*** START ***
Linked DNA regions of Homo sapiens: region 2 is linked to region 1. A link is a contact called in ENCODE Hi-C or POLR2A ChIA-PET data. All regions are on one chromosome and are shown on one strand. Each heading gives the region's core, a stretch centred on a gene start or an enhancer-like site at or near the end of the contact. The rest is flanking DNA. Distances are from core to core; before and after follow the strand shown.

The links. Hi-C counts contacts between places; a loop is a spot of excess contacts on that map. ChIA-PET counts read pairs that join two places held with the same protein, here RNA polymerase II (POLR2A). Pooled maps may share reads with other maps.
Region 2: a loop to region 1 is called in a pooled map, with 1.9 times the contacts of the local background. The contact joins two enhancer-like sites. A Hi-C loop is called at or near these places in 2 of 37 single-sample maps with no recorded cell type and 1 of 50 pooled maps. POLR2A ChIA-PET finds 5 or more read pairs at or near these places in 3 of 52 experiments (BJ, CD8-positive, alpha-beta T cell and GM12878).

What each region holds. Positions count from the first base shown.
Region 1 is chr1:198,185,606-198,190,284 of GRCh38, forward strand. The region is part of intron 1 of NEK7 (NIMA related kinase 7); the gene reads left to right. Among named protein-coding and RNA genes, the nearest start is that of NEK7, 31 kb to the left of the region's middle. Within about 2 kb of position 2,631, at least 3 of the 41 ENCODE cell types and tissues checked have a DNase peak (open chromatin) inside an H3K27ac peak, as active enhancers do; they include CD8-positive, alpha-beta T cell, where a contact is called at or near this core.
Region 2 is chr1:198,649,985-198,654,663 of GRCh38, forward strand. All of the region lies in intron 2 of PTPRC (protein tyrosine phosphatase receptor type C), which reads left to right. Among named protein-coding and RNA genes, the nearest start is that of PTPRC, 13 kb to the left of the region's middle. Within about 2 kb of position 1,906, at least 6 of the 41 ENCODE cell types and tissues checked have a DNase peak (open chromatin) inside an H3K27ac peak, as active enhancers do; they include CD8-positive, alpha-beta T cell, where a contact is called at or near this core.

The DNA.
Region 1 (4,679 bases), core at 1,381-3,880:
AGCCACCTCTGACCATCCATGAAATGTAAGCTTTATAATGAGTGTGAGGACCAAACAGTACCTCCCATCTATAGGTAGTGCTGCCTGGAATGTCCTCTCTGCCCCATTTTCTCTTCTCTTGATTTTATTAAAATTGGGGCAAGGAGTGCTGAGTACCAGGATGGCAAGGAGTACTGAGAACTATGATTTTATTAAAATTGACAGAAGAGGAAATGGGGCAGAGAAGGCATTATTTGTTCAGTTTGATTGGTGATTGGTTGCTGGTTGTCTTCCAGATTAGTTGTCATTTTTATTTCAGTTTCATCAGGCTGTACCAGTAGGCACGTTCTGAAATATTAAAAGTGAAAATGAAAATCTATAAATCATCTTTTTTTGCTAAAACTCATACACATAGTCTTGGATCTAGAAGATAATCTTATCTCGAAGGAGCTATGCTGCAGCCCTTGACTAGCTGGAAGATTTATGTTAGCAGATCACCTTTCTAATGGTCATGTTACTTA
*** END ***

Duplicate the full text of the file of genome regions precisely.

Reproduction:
Linked DNA regions of Homo sapiens: region 2 is linked to region 1. A link is a contact called in ENCODE Hi-C or POLR2A ChIA-PET data. All regions are on one chromosome and are shown on one strand. Each heading gives the region's core, a stretch centred on a gene start or an enhancer-like site at or near the end of the contact. The rest is flanking DNA. Distances are from core to core; before and after follow the strand shown.

The links. Hi-C counts contacts between places; a loop is a spot of excess contacts on that map. ChIA-PET counts read pairs that join two places held with the same protein, here RNA polymerase II (POLR2A). Pooled maps may share reads with other maps.
Region 2: a loop to region 1 is called in a pooled map, with 1.9 times the contacts of the local background. The contact joins two enhancer-like sites. A Hi-C loop is called at or near these places in 2 of 37 single-sample maps with no recorded cell type and 1 of 50 pooled maps. POLR2A ChIA-PET finds 5 or more read pairs at or near these places in 3 of 52 experiments (BJ, CD8-positive, alpha-beta T cell and GM12878).

What each region holds. Positions count from the first base shown.
Region 1 is chr1:198,185,606-198,190,284 of GRCh38, forward strand. The region is part of intron 1 of NEK7 (NIMA related kinase 7); the gene reads left to right. Among named protein-coding and RNA genes, the nearest start is that of NEK7, 31 kb to the left of the region's middle. Within about 2 kb of position 2,631, at least 3 of the 41 ENCODE cell types and tissues checked have a DNase peak (open chromatin) inside an H3K27ac peak, as active enhancers do; they include CD8-positive, alpha-beta T cell, where a contact is called at or near this core.
Region 2 is chr1:198,649,985-198,654,663 of GRCh38, forward strand. All of the region lies in intron 2 of PTPRC (protein tyrosine phosphatase receptor type C), which reads left to right. Among named protein-coding and RNA genes, the nearest start is that of PTPRC, 13 kb to the left of the region's middle. Within about 2 kb of position 1,906, at least 6 of the 41 ENCODE cell types and tissues checked have a DNase peak (open chromatin) inside an H3K27ac peak, as active enhancers do; they include CD8-positive, alpha-beta T cell, where a contact is called at or near this core.

The DNA.
Region 1 (4,679 bases), core at 1,381-3,880:
AGCCACCTCTGACCATCCATGAAATGTAAGCTTTATAATGAGTGTGAGGACCAAACAGTACCTCCCATCTATAGGTAGTGCTGCCTGGAATGTCCTCTCTGCCCCATTTTCTCTTCTCTTGATTTTATTAAAATTGGGGCAAGGAGTGCTGAGTACCAGGATGGCAAGGAGTACTGAGAACTATGATTTTATTAAAATTGACAGAAGAGGAAATGGGGCAGAGAAGGCATTATTTGTTCAGTTTGATTGGTGATTGGTTGCTGGTTGTCTTCCAGATTAGTTGTCATTTTTATTTCAGTTTCATCAGGCTGTACCAGTAGGCACGTTCTGAAATATTAAAAGTGAAAATGAAAATCTATAAATCATCTTTTTTTGCTAAAACTCATACACATAGTCTTGGATCTAGAAGATAATCTTATCTCGAAGGAGCTATGCTGCAGCCCTTGACTAGCTGGAAGATTTATGTTAGCAGATCACCTTTCTAATGGTCATGTTACTTA